Give Leftover Soup The Love It Deserves With A Simple Pasta Trick

pumpkin soup in a bowl
pumpkin soup in a bowl - Julie208/Shutterstock

It's safe to say that food lovers get as much pleasure from discussing their meals as they do from eating them. One might even go as far as to say that a sprinkling of controversy or a garnish of debate actually stimulates the appetite. Do beans belong in chili? Does pineapple go on pizza? Is a hot dog really just a long sandwich?

But when the crumbs settle, and there's a moment of clarity between friends, everyone suddenly realizes that many of those controversial takes are just semantics. Because food doesn't have hard rules and rigid boundaries; one person's empanada is another's samosa. That's why you have to let your guard down when you're playing around in the kitchen. Be silly. Have fun. Put ingredients together in a way that's not in a recipe book.

And the best way to start your culinary experiments is by transforming your leftover soup into pasta sauce. The main difference between the two is the volume of liquid. Add some boiling water to your jar of marinara or vodka sauce, and you'll have something that tastes pretty similar to a can of tomato soup. But you can push the boundaries so much further. A majority of soups, whether they're brothy, chunky, or cream-based, can make an excellent sauce for your next pasta night. All you need to know are a few techniques and which pitfalls to avoid.

Read more: Canned Soups You Should And Shouldn't Buy

How To Turn Soup Into A Superb Pasta Sauce

pumpkin ravioli on black plate
pumpkin ravioli on black plate - JeniFoto/Shutterstock

Soup and sauce are pretty similar and, therefore, fairly easy to use interchangeably. The three things to consider are volume of liquid, viscosity, and seasoning. As mentioned above, adding water to pasta sauce gives you something soup-like; however, the taste will likely fall flat, and the texture will be thin.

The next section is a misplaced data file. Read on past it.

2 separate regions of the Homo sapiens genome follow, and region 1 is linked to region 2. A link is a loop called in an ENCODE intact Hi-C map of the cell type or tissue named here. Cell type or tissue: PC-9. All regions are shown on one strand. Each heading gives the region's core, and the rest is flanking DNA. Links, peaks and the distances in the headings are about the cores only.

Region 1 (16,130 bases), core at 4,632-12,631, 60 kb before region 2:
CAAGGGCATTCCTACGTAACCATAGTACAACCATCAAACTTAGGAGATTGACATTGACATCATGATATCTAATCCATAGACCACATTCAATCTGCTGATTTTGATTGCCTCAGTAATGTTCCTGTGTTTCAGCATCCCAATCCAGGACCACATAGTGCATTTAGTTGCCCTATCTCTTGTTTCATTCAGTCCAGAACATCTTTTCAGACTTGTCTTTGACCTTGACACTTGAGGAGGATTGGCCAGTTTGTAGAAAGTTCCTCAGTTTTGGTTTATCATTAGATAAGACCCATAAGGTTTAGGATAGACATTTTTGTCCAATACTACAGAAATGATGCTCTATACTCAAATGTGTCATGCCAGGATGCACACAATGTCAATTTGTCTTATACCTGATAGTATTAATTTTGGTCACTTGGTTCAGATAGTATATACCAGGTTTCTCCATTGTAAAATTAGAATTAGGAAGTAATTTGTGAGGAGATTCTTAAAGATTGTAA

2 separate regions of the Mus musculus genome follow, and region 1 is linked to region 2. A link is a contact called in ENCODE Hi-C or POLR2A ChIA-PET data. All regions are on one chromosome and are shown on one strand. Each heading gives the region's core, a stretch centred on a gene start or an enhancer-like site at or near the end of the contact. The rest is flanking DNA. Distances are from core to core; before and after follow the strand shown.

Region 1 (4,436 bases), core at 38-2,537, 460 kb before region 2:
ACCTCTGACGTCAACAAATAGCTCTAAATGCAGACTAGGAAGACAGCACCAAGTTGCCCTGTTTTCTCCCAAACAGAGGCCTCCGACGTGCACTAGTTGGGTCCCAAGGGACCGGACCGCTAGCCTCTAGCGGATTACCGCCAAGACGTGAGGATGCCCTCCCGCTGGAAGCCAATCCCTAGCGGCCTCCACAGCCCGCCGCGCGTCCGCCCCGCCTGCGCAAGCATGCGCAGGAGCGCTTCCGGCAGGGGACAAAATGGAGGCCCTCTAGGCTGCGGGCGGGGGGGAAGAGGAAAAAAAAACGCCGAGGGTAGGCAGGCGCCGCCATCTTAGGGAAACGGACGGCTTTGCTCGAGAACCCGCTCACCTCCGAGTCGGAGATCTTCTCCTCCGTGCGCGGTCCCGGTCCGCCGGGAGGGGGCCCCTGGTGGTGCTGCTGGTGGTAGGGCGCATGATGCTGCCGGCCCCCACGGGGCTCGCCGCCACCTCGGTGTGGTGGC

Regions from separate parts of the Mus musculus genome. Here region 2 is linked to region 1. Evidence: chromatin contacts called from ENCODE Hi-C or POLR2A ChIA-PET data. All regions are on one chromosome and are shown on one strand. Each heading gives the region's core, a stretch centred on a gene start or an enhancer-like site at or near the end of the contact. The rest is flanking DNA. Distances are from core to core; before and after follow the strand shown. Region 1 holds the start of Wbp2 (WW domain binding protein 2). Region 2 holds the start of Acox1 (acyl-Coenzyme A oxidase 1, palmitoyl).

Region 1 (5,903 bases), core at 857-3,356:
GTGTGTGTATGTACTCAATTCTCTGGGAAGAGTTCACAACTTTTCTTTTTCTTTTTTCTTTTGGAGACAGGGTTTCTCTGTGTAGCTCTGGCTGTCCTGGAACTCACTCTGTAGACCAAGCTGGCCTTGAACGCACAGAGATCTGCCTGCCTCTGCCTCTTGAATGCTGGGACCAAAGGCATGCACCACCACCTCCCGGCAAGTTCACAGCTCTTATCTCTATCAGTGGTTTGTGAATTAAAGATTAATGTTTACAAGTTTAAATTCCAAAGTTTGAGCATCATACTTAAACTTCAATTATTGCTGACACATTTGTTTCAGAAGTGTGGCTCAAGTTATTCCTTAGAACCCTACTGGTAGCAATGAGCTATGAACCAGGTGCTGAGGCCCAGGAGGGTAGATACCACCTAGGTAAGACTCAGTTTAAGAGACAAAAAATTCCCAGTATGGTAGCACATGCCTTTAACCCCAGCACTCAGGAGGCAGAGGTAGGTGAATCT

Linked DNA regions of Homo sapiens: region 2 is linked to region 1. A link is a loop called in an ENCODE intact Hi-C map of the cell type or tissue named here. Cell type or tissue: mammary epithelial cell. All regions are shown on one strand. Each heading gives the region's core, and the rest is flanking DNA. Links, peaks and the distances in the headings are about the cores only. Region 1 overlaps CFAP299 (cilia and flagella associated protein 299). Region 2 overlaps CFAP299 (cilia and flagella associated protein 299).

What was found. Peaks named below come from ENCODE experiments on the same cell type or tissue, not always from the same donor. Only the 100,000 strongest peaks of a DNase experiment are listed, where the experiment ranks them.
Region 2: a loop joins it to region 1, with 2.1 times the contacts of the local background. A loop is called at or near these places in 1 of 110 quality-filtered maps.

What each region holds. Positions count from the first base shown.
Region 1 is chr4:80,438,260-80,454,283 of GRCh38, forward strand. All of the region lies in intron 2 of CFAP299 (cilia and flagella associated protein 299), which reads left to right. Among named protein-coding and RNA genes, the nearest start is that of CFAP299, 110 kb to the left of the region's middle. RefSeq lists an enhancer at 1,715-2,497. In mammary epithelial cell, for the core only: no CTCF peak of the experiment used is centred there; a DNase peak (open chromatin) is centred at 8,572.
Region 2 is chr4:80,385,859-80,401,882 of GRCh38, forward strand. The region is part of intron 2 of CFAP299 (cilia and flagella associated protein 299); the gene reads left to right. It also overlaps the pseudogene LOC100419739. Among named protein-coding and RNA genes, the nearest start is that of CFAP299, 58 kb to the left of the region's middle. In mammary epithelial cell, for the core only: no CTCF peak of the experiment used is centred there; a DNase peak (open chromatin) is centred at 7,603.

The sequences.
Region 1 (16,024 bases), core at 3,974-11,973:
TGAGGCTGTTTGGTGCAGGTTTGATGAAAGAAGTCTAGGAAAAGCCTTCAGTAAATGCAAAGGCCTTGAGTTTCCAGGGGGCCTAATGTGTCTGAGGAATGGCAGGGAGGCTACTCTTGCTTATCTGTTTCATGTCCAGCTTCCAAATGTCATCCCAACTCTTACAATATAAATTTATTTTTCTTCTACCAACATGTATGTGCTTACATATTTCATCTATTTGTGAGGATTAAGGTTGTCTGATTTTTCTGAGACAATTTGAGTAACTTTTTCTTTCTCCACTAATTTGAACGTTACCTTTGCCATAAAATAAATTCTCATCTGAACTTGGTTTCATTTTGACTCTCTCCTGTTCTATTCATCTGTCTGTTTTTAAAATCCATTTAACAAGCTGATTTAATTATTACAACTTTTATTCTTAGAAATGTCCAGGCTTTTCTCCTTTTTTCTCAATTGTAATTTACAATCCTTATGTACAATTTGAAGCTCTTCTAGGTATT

The same process works in reverse when turning a soup into a pasta sauce; instead of adding water, you evaporate moisture by simmering it over medium heat, thickening the soup, and concentrating the flavor. French cuisine is more or less built upon this technique. Many of the French "mother sauces," like espagnole or velouté, are essentially just stocks that have been reduced over low heat and thickened with a little flour and butter. For thicker soups, like a butternut squash bisque, carrot soup, or Moroccan lentil, you can thin out the consistency by adding a few splashes of pasta water or even some milk.

Speaking of dairy, when you work with a cream-based soup, like a cream of mushroom or cream of cauliflower, make sure you bring the temperature up slowly, or else you run the risk of the cream splitting, which is when the fat separates from the liquid, giving the soup an unappetizing, curdled look. Other than that, the only other aspect to focus on is seasoning your sauce. Punch up the flavor with spices, fresh herbs, or butter. And there you have it: Instant pasta sauce!

Best (And Worst) Soups To Dress Up Your Pasta

Alfredo sauce and pasta
Alfredo sauce and pasta - Gmvozd/Getty Images

The great thing about pasta is that it pairs with a range of flavors, so when considering which soup-based sauce to pair with it, you're not bound by taste as much as you are by texture and consistency. Therefore, picking the right soup is more about eliminating the wrong ones. For example, eggy soups, like an egg drop or Greek avgolemono, tend to clump up when reheated. Noodle soups or soups filled with proteins also aren't great choices because the noodles tend to absorb some of the broth, and the meat, fish, or shellfish may overcook when it's reduced. Split pea and potato leek are also a little too starchy for a sauce, especially if you're using a thicker-shaped pasta.

So, which soups are worthy of a pasta sauce? Pretty much all of them! Tomato and minestrone are the obvious choices, but you can really branch out across the soup spectrum. For something more decadent, go with a cream of mushroom, asparagus, cauliflower, or even broccoli Cheddar. If you're making ravioli or another filled pasta, try a butternut squash soup or a pumpkin bisque. A lentil soup will add heft, while a white bean will provide smoothness. However, it's the Thai tom kha gai soup that makes for the most exciting sauce. The ginger, chili, and coconut milk bring a spice and richness that will inspire you to experiment with even more soup-based sauces.

Read the original article on Daily Meal